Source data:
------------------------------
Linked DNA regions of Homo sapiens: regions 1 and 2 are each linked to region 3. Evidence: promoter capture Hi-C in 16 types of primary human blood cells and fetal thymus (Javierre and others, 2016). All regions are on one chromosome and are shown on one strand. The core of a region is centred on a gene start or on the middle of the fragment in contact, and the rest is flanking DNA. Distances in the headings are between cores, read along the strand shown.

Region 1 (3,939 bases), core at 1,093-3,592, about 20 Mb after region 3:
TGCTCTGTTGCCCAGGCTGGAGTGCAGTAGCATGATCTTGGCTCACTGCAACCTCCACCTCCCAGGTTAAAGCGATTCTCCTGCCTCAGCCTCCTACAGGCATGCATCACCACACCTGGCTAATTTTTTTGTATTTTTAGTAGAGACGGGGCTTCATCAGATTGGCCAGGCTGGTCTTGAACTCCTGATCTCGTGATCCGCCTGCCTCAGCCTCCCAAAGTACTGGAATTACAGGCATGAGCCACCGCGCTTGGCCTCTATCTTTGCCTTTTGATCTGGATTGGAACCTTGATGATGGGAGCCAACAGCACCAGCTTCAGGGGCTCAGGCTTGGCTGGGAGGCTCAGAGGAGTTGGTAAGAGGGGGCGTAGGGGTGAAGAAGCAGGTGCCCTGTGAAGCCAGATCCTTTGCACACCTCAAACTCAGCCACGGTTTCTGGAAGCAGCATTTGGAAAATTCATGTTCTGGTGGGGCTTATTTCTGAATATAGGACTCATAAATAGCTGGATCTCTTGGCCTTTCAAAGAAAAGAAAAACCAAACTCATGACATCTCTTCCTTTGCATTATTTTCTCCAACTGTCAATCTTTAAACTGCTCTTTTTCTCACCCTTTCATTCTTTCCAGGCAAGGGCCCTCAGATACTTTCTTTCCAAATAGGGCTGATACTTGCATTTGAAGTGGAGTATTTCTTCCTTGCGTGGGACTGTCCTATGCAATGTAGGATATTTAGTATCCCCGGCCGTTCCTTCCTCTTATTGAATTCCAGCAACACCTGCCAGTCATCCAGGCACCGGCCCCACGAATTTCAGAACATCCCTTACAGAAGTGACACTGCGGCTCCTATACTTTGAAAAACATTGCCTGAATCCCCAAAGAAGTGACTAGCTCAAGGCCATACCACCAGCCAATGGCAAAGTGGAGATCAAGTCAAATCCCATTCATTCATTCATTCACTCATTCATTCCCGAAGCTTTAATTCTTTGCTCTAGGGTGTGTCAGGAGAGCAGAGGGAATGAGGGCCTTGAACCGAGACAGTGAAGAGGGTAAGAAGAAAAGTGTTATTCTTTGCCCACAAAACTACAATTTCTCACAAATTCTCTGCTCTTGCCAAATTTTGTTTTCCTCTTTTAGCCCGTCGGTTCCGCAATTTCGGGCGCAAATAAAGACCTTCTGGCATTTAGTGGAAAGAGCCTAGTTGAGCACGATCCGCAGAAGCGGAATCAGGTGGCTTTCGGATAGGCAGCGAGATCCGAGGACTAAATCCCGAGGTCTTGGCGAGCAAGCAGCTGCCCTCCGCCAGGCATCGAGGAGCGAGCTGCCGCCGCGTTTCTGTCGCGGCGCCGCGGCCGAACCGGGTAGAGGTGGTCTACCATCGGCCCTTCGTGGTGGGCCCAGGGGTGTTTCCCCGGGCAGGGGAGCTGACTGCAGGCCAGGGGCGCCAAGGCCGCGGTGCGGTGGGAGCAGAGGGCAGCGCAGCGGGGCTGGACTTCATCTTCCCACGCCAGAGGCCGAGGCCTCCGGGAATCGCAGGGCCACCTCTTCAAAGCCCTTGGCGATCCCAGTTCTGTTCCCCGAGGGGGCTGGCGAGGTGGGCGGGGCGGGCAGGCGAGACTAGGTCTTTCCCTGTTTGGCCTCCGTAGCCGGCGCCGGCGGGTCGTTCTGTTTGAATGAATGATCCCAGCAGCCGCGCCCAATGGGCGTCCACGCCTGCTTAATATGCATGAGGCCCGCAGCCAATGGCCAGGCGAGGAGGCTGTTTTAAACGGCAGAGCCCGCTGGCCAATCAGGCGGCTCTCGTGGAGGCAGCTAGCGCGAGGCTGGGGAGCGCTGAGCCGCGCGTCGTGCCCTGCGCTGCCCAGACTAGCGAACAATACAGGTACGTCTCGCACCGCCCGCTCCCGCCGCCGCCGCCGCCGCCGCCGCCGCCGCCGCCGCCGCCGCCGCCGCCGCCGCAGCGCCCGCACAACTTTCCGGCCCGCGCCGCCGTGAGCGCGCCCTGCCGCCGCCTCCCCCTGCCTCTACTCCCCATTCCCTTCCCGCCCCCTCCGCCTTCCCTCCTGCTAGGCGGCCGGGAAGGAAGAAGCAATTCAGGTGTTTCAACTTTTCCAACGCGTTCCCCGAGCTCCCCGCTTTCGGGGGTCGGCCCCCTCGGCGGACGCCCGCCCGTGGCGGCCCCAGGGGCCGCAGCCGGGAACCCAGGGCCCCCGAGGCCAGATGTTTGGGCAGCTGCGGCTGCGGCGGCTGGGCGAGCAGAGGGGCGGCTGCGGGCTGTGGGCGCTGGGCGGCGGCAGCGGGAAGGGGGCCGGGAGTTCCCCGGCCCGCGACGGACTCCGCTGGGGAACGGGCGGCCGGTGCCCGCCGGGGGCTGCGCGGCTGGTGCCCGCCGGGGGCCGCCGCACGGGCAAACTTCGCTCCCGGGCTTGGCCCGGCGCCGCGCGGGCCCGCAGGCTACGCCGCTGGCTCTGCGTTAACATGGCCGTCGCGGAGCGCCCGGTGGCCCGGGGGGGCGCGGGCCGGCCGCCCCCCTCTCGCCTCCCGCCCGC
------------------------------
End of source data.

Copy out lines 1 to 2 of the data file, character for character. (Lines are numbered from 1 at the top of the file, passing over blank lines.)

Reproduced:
Linked DNA regions of Homo sapiens: regions 1 and 2 are each linked to region 3. Evidence: promoter capture Hi-C in 16 types of primary human blood cells and fetal thymus (Javierre and others, 2016). All regions are on one chromosome and are shown on one strand. The core of a region is centred on a gene start or on the middle of the fragment in contact, and the rest is flanking DNA. Distances in the headings are between cores, read along the strand shown.

Region 1 (3,939 bases), core at 1,093-3,592, about 20 Mb after region 3: